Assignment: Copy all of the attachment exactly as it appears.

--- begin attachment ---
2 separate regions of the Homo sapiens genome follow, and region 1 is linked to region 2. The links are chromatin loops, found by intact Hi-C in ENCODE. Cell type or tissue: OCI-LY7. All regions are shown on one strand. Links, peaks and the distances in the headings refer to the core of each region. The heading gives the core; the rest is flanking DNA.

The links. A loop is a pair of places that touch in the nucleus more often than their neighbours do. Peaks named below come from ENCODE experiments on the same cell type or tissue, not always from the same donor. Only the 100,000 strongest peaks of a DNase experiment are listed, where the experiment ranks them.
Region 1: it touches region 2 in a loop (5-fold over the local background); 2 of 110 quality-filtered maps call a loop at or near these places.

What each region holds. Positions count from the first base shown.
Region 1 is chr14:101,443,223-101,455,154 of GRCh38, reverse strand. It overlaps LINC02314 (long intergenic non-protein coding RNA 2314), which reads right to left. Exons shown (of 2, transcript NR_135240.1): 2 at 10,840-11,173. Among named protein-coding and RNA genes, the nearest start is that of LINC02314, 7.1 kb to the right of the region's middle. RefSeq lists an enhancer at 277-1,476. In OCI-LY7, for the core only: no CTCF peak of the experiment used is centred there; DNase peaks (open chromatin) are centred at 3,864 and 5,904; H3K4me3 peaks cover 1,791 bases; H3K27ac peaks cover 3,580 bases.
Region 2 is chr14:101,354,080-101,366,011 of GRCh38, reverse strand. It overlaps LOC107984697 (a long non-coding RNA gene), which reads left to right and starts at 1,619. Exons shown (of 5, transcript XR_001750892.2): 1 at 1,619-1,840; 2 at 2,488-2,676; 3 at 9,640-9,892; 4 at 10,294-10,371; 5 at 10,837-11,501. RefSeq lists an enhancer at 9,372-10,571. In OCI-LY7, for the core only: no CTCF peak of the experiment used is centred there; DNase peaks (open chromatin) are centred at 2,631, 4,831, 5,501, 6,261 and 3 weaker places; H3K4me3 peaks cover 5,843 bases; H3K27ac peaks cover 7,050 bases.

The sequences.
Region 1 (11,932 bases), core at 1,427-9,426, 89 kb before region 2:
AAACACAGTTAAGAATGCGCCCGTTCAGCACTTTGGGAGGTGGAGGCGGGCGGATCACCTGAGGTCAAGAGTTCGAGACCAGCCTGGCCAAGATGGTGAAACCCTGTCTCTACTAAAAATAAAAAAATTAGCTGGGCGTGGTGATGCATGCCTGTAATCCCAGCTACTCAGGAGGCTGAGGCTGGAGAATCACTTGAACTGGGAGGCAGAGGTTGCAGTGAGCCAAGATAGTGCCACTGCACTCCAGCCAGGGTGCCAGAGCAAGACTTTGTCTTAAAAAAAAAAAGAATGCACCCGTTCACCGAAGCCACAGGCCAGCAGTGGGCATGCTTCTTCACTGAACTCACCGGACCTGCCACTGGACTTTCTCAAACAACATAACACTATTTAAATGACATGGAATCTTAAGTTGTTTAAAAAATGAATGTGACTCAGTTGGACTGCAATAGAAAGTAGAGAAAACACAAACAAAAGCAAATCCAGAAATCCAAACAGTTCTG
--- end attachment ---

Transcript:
2 separate regions of the Homo sapiens genome follow, and region 1 is linked to region 2. The links are chromatin loops, found by intact Hi-C in ENCODE. Cell type or tissue: OCI-LY7. All regions are shown on one strand. Links, peaks and the distances in the headings refer to the core of each region. The heading gives the core; the rest is flanking DNA.

The links. A loop is a pair of places that touch in the nucleus more often than their neighbours do. Peaks named below come from ENCODE experiments on the same cell type or tissue, not always from the same donor. Only the 100,000 strongest peaks of a DNase experiment are listed, where the experiment ranks them.
Region 1: it touches region 2 in a loop (5-fold over the local background); 2 of 110 quality-filtered maps call a loop at or near these places.

What each region holds. Positions count from the first base shown.
Region 1 is chr14:101,443,223-101,455,154 of GRCh38, reverse strand. It overlaps LINC02314 (long intergenic non-protein coding RNA 2314), which reads right to left. Exons shown (of 2, transcript NR_135240.1): 2 at 10,840-11,173. Among named protein-coding and RNA genes, the nearest start is that of LINC02314, 7.1 kb to the right of the region's middle. RefSeq lists an enhancer at 277-1,476. In OCI-LY7, for the core only: no CTCF peak of the experiment used is centred there; DNase peaks (open chromatin) are centred at 3,864 and 5,904; H3K4me3 peaks cover 1,791 bases; H3K27ac peaks cover 3,580 bases.
Region 2 is chr14:101,354,080-101,366,011 of GRCh38, reverse strand. It overlaps LOC107984697 (a long non-coding RNA gene), which reads left to right and starts at 1,619. Exons shown (of 5, transcript XR_001750892.2): 1 at 1,619-1,840; 2 at 2,488-2,676; 3 at 9,640-9,892; 4 at 10,294-10,371; 5 at 10,837-11,501. RefSeq lists an enhancer at 9,372-10,571. In OCI-LY7, for the core only: no CTCF peak of the experiment used is centred there; DNase peaks (open chromatin) are centred at 2,631, 4,831, 5,501, 6,261 and 3 weaker places; H3K4me3 peaks cover 5,843 bases; H3K27ac peaks cover 7,050 bases.

The sequences.
Region 1 (11,932 bases), core at 1,427-9,426, 89 kb before region 2:
AAACACAGTTAAGAATGCGCCCGTTCAGCACTTTGGGAGGTGGAGGCGGGCGGATCACCTGAGGTCAAGAGTTCGAGACCAGCCTGGCCAAGATGGTGAAACCCTGTCTCTACTAAAAATAAAAAAATTAGCTGGGCGTGGTGATGCATGCCTGTAATCCCAGCTACTCAGGAGGCTGAGGCTGGAGAATCACTTGAACTGGGAGGCAGAGGTTGCAGTGAGCCAAGATAGTGCCACTGCACTCCAGCCAGGGTGCCAGAGCAAGACTTTGTCTTAAAAAAAAAAAGAATGCACCCGTTCACCGAAGCCACAGGCCAGCAGTGGGCATGCTTCTTCACTGAACTCACCGGACCTGCCACTGGACTTTCTCAAACAACATAACACTATTTAAATGACATGGAATCTTAAGTTGTTTAAAAAATGAATGTGACTCAGTTGGACTGCAATAGAAAGTAGAGAAAACACAAACAAAAGCAAATCCAGAAATCCAAACAGTTCTG